Politics: President Clinton Deserves a Break
Clinton: Victim of Dirty Politics
Truman: The Buck Stops Here
Dirty politics is as old as Moses, Alexander the Great and Julius Caesar. But when it rears its ugly head, it's always dirty pool.
President Bill Clinton is the latest victim, but only one of a long line of U.S. presidents and other prominent Americans to suffer the calumnies that invariably ride the coattails of great men.
Clinton, of course, is far from perfect; but aren't we all!
Is it really perfection we seek when we cast our ballots in presidential elections? Rather, aren't we looking for someone who can put -- and keep -- this nation on the right path; someone who can steer us toward economic and social justice ... for all?
Politicians, shamefully, sometimes stoop to personal attacks when their arguments fall short; worse yet, political parties sometimes adopt clandestine policies aimed at discrediting their opponents.
Dirty Politics Not a Redundancy
As the target of dirty politics (the term is not really a redundancy,) Clinton is in good company: Harry S. Truman, in my humble opinion an uncommon "common man" that history will place among our great presidents, was often derided as a failed haberdasher; Jimmy Carter was scorned as a lightweight and Southerner, a popular target of voice imitators; Gerald Ford was referred to as a buffoon who tripped getting off airplanes and, not unlike Spiro Agnew, sent golf balls soaring into unsuspecting crowds at pro-am tour events; and then, of course, there's Dan Quayle (I hope that's spelled correctly; it does have an "e" at the end, doesn't it?)
Sure, sometimes a little humor is appropriate. But when it's taken too far, when it's an organized strategy and contemptuous of the person involved, it's downright dirty pool.
Purveyors of Dirty Politics
To the purveyors of dirty politics, it matters little whether Clinton is working hard to reduce an inherited multi-million dollar deficit or fighting to ease the pain of citizens who live in fear of crime. They could care less that he's fighting an uphill battle with entrenched interest groups to try to gain desperately needed health care for millions of Americans who have little or no health insurance.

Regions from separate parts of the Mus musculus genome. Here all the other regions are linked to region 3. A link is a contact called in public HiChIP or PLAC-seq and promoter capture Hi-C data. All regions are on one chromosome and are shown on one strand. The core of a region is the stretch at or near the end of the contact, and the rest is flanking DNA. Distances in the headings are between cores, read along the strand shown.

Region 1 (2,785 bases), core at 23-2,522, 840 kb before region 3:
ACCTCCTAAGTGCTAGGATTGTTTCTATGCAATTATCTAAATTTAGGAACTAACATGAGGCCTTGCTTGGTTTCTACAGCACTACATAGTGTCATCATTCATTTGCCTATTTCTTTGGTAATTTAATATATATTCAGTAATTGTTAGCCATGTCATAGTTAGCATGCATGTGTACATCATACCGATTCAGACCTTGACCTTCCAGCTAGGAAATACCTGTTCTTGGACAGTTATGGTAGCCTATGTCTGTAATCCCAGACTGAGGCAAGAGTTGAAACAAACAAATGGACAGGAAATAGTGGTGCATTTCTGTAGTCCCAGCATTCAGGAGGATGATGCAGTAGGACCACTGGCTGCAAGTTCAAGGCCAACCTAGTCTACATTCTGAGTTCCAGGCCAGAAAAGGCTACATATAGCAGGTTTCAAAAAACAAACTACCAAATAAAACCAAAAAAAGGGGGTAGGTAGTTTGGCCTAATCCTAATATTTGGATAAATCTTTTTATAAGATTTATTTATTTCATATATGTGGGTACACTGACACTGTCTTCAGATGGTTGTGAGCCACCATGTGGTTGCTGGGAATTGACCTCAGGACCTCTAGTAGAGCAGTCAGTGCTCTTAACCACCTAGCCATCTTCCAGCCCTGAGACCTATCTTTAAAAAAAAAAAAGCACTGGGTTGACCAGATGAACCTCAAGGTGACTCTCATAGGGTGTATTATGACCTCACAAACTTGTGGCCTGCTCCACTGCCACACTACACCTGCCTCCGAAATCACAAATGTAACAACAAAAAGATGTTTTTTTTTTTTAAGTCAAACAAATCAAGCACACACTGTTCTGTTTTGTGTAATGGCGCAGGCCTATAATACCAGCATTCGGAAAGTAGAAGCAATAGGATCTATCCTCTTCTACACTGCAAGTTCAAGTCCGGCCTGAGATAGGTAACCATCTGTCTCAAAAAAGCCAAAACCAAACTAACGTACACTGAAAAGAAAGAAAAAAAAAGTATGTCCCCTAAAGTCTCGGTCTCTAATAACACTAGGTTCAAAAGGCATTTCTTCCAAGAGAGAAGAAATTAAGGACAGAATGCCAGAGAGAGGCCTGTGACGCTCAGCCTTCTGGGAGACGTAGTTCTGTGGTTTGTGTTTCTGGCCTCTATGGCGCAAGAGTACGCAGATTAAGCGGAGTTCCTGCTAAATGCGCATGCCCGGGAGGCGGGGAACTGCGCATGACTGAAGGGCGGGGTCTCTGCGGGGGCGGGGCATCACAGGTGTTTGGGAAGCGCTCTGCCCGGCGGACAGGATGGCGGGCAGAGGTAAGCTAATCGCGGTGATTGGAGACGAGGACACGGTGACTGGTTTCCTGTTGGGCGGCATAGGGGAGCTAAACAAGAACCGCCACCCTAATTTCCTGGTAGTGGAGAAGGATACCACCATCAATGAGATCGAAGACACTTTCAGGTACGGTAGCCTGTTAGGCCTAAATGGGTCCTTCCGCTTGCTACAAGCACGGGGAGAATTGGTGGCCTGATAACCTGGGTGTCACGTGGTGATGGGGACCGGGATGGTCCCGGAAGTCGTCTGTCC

Their agenda disregards the benefits that could come from Clinton's efforts to solve many of today's major problems and requires that he be torpedoed at all costs.
Trash his presidency, they believe, and he'll lose the next election to someone more conservative ... perhaps Quayle or Bob Dole -- or maybe Ross Perot.
Bickering Over Haiti
The most recent example of dirty pool applied to Clinton is the political bickering over Haiti.
Whatever one believes about Haiti, it's dirty pool to relentlessly attack the president on every pretense.
First, Clinton's detractors cried that there would be a bloodbath if we "invaded" Haiti; then, they said that if any Americans were killed in the effort to clean up the mess, Clinton would pay the consequences; now, if (Haiti ruler Raoul) Cèdras doesn't leave Haiti and (former Haiti President Jean-Bertrand) Aristide doesn't restore order and reinstate democracy, the blame will fall on Clinton.
The truth: Clinton has succeeded beyond his dreams -- or anyone's -- in his efforts to relieve the suffering of Haitians and to bring democracy and order to that country. He's still trying.
Give the guy a break!
I wrote this column as a "My View" for The Hour newspaper of Norwalk, Conn., on Oct. 8, 1994. I now write my views on a wide variety of topics on HubPages.